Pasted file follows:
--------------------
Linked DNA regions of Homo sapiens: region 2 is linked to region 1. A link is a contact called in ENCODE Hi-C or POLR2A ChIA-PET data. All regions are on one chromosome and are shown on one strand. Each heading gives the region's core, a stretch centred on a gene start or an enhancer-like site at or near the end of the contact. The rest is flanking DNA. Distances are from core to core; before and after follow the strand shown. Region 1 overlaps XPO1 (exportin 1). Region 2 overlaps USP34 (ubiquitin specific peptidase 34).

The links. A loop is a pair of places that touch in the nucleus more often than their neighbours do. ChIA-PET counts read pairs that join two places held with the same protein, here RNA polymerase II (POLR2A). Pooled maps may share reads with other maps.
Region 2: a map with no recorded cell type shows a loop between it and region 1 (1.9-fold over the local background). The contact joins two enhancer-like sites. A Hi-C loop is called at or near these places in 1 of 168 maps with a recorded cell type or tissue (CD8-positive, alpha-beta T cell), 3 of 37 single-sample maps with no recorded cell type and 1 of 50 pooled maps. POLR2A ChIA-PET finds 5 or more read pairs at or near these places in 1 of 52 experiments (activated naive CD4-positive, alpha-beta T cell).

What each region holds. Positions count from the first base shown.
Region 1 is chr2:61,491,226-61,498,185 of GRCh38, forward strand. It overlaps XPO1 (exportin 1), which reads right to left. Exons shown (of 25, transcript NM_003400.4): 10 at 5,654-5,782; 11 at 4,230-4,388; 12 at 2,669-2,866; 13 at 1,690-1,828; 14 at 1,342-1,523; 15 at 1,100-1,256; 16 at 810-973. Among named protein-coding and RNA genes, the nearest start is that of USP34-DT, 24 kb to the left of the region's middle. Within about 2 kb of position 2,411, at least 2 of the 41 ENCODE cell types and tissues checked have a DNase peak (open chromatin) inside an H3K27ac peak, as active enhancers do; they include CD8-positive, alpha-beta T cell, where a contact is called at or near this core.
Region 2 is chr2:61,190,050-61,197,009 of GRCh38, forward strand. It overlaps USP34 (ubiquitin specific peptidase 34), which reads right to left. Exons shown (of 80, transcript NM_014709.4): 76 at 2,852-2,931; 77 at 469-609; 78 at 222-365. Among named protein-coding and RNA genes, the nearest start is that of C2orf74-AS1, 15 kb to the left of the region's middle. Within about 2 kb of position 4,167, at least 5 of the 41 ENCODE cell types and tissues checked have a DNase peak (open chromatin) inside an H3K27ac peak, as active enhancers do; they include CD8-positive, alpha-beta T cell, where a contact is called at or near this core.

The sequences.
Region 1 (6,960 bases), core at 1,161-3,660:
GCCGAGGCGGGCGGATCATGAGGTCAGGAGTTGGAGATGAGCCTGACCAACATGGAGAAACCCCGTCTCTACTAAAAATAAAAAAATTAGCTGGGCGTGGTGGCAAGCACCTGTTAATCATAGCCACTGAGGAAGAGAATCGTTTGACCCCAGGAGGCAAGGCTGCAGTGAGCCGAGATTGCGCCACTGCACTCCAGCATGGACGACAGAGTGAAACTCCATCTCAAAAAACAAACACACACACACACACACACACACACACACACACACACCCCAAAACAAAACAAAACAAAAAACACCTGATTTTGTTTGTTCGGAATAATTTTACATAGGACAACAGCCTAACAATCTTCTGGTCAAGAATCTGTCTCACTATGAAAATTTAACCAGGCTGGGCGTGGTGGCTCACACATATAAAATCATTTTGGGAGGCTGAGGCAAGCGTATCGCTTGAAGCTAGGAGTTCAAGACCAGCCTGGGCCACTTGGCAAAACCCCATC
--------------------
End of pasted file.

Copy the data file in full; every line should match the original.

Linked DNA regions of Homo sapiens: region 2 is linked to region 1. A link is a contact called in ENCODE Hi-C or POLR2A ChIA-PET data. All regions are on one chromosome and are shown on one strand. Each heading gives the region's core, a stretch centred on a gene start or an enhancer-like site at or near the end of the contact. The rest is flanking DNA. Distances are from core to core; before and after follow the strand shown. Region 1 overlaps XPO1 (exportin 1). Region 2 overlaps USP34 (ubiquitin specific peptidase 34).

The links. A loop is a pair of places that touch in the nucleus more often than their neighbours do. ChIA-PET counts read pairs that join two places held with the same protein, here RNA polymerase II (POLR2A). Pooled maps may share reads with other maps.
Region 2: a map with no recorded cell type shows a loop between it and region 1 (1.9-fold over the local background). The contact joins two enhancer-like sites. A Hi-C loop is called at or near these places in 1 of 168 maps with a recorded cell type or tissue (CD8-positive, alpha-beta T cell), 3 of 37 single-sample maps with no recorded cell type and 1 of 50 pooled maps. POLR2A ChIA-PET finds 5 or more read pairs at or near these places in 1 of 52 experiments (activated naive CD4-positive, alpha-beta T cell).

What each region holds. Positions count from the first base shown.
Region 1 is chr2:61,491,226-61,498,185 of GRCh38, forward strand. It overlaps XPO1 (exportin 1), which reads right to left. Exons shown (of 25, transcript NM_003400.4): 10 at 5,654-5,782; 11 at 4,230-4,388; 12 at 2,669-2,866; 13 at 1,690-1,828; 14 at 1,342-1,523; 15 at 1,100-1,256; 16 at 810-973. Among named protein-coding and RNA genes, the nearest start is that of USP34-DT, 24 kb to the left of the region's middle. Within about 2 kb of position 2,411, at least 2 of the 41 ENCODE cell types and tissues checked have a DNase peak (open chromatin) inside an H3K27ac peak, as active enhancers do; they include CD8-positive, alpha-beta T cell, where a contact is called at or near this core.
Region 2 is chr2:61,190,050-61,197,009 of GRCh38, forward strand. It overlaps USP34 (ubiquitin specific peptidase 34), which reads right to left. Exons shown (of 80, transcript NM_014709.4): 76 at 2,852-2,931; 77 at 469-609; 78 at 222-365. Among named protein-coding and RNA genes, the nearest start is that of C2orf74-AS1, 15 kb to the left of the region's middle. Within about 2 kb of position 4,167, at least 5 of the 41 ENCODE cell types and tissues checked have a DNase peak (open chromatin) inside an H3K27ac peak, as active enhancers do; they include CD8-positive, alpha-beta T cell, where a contact is called at or near this core.

The sequences.
Region 1 (6,960 bases), core at 1,161-3,660:
GCCGAGGCGGGCGGATCATGAGGTCAGGAGTTGGAGATGAGCCTGACCAACATGGAGAAACCCCGTCTCTACTAAAAATAAAAAAATTAGCTGGGCGTGGTGGCAAGCACCTGTTAATCATAGCCACTGAGGAAGAGAATCGTTTGACCCCAGGAGGCAAGGCTGCAGTGAGCCGAGATTGCGCCACTGCACTCCAGCATGGACGACAGAGTGAAACTCCATCTCAAAAAACAAACACACACACACACACACACACACACACACACACACACCCCAAAACAAAACAAAACAAAAAACACCTGATTTTGTTTGTTCGGAATAATTTTACATAGGACAACAGCCTAACAATCTTCTGGTCAAGAATCTGTCTCACTATGAAAATTTAACCAGGCTGGGCGTGGTGGCTCACACATATAAAATCATTTTGGGAGGCTGAGGCAAGCGTATCGCTTGAAGCTAGGAGTTCAAGACCAGCCTGGGCCACTTGGCAAAACCCCATC